Sunday, September 7, 2008

Review of Small Crimes

In 1952, Jim Thompson published The Killer Inside Me, a novel about Lou Ford, a small town sheriff who, while maintaining a personable, if somewhat dim fa├žade, hides the heart of a psychopath. It has earned its place among the classics. Thompson revisited the same situation in Pop. 1,280, with small town Sheriff Nick Corey bearing a strong resemblance in character to Ford. Thompson so defined this little subgenre that in order to avoid being anything but a pale imitation of the original any author who wants to approach it had better have a good twist.

Dave Zeltserman’s Small Crimes (Serpent's Tail, 2008) succeeds in paying homage to Thompson’s work without lapsing into imitation because his dirty cop, Joe Denton, is only fooling himself. Everyone else in the tiny Vermont town where he lives has him all figured out. How could they not? As the story begins Denton is getting out of jail after serving seven years for disfiguring the local district attorney with a letter opener. He walks out the door determined to turn over a new leaf, but no one wants to make it easy for him. The DA, understandably, has a grudge and is trying to get the dying local crime lord to make a deathbed confession that will put Denton in prison forever. The local sheriff wants Denton to take care of either the DA or the crime boss, to avoid the nasty repercussions a confession could bring, and Denton’s own parents are determined to keep him from seeing his two daughters.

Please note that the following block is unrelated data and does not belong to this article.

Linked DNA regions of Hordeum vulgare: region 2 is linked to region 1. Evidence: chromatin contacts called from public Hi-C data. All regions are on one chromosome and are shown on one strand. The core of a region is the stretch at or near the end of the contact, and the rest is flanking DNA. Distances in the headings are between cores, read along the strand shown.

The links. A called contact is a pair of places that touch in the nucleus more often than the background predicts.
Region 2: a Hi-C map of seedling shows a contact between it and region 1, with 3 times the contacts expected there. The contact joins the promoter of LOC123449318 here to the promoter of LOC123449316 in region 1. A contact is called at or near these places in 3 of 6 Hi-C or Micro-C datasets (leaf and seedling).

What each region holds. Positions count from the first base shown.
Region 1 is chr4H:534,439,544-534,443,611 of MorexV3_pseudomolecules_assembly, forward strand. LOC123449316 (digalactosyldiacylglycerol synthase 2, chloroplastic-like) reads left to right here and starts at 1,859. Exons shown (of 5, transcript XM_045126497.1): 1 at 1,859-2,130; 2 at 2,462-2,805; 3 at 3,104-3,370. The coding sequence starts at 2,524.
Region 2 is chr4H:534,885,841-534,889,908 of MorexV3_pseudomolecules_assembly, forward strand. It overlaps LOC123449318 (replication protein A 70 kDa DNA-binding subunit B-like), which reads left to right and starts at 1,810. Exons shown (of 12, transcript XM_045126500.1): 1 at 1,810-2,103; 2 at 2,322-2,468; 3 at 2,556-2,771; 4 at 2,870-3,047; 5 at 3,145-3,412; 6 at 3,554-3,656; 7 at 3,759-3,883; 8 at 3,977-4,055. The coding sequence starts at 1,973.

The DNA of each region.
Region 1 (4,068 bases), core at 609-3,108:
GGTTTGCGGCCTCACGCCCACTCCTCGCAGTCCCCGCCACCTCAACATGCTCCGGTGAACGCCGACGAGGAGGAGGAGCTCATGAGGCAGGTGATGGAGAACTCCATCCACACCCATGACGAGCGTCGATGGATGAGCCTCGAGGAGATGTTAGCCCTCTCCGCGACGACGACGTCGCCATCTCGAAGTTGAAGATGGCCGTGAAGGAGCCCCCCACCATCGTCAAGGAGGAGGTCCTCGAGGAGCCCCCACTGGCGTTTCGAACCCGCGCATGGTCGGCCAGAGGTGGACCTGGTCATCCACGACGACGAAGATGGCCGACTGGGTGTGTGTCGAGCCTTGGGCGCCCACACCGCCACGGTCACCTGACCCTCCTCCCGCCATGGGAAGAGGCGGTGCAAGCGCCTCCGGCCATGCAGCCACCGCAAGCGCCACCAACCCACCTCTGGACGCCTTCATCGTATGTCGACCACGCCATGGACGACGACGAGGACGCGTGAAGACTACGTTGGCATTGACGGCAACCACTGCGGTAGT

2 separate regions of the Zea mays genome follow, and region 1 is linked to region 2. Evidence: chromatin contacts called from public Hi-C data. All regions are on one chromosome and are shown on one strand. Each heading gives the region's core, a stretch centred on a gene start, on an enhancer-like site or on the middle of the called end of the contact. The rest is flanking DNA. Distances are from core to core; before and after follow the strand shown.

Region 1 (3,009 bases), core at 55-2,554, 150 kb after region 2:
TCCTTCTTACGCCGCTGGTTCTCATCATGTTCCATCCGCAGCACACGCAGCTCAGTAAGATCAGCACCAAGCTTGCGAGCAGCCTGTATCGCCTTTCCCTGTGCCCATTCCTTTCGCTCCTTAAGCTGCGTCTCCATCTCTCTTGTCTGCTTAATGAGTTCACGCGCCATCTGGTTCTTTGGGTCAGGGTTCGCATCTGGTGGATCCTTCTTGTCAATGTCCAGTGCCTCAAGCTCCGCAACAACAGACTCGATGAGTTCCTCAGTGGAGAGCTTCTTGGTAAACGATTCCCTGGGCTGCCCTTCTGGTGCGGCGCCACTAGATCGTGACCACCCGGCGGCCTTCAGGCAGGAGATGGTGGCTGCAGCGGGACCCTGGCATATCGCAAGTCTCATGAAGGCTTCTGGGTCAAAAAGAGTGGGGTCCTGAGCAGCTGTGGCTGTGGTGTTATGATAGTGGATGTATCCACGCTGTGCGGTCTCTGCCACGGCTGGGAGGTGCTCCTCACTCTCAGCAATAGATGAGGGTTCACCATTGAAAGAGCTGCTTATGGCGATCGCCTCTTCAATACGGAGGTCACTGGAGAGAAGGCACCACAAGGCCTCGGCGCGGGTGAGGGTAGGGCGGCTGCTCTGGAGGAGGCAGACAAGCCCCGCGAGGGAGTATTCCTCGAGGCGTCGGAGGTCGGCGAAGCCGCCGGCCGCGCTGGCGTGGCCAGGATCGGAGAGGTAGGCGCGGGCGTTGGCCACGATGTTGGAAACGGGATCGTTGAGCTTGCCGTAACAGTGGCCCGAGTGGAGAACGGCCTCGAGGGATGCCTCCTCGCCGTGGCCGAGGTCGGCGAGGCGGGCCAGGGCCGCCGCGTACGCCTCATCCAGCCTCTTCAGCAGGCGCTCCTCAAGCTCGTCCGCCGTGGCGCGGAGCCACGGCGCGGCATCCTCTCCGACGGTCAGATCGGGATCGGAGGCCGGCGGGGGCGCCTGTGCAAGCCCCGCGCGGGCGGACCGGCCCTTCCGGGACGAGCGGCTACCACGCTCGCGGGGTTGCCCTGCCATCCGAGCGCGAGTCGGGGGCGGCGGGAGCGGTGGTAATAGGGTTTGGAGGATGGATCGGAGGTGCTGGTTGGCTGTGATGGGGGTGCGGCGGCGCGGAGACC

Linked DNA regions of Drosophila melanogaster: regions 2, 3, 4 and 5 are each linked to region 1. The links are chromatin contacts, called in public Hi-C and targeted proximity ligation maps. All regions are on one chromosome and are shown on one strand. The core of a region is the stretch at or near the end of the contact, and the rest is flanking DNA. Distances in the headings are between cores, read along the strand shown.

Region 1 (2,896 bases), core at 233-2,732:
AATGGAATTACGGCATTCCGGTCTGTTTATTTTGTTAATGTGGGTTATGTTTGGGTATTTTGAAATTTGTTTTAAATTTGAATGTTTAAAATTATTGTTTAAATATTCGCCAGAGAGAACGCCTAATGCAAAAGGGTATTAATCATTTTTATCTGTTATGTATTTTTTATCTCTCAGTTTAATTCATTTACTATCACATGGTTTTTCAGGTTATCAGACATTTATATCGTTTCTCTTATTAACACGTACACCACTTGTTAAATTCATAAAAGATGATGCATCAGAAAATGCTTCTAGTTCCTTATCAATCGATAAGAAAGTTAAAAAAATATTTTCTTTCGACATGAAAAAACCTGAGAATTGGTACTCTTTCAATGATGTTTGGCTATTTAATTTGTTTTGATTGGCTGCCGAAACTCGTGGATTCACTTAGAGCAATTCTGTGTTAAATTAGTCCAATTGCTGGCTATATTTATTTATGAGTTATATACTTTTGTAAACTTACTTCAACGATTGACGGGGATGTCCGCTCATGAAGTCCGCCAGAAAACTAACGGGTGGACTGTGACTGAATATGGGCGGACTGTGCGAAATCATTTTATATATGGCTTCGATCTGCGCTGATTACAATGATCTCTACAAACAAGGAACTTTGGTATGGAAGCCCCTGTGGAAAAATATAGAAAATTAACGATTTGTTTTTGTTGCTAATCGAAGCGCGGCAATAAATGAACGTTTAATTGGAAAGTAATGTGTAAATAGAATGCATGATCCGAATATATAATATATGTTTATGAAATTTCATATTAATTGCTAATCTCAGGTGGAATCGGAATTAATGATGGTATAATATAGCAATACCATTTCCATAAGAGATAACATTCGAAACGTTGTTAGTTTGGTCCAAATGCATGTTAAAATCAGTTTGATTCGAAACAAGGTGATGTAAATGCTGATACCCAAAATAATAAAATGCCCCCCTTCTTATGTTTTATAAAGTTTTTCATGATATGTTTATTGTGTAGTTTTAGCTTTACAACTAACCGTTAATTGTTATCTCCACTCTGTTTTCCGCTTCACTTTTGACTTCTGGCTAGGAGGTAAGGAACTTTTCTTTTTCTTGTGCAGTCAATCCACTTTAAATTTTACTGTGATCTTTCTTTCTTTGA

Zeltserman makes good use of the first person point of view, constantly challenging the reader to use external cues to try and figure out the extent of Denton’s self deception. It keeps the story interesting. He also keeps the story moving, and it never stops to let the reader catch his breath. As the tension and body count grow, Small Crimes goes from being entertaining to disturbing. Zeltserman gradually lets the reader in on Denton’s secrets, and he goes from being sympathetic to being outright scary. It’s a story that will get under your skin and stay with you long after it ends. Thomspon would be proud.

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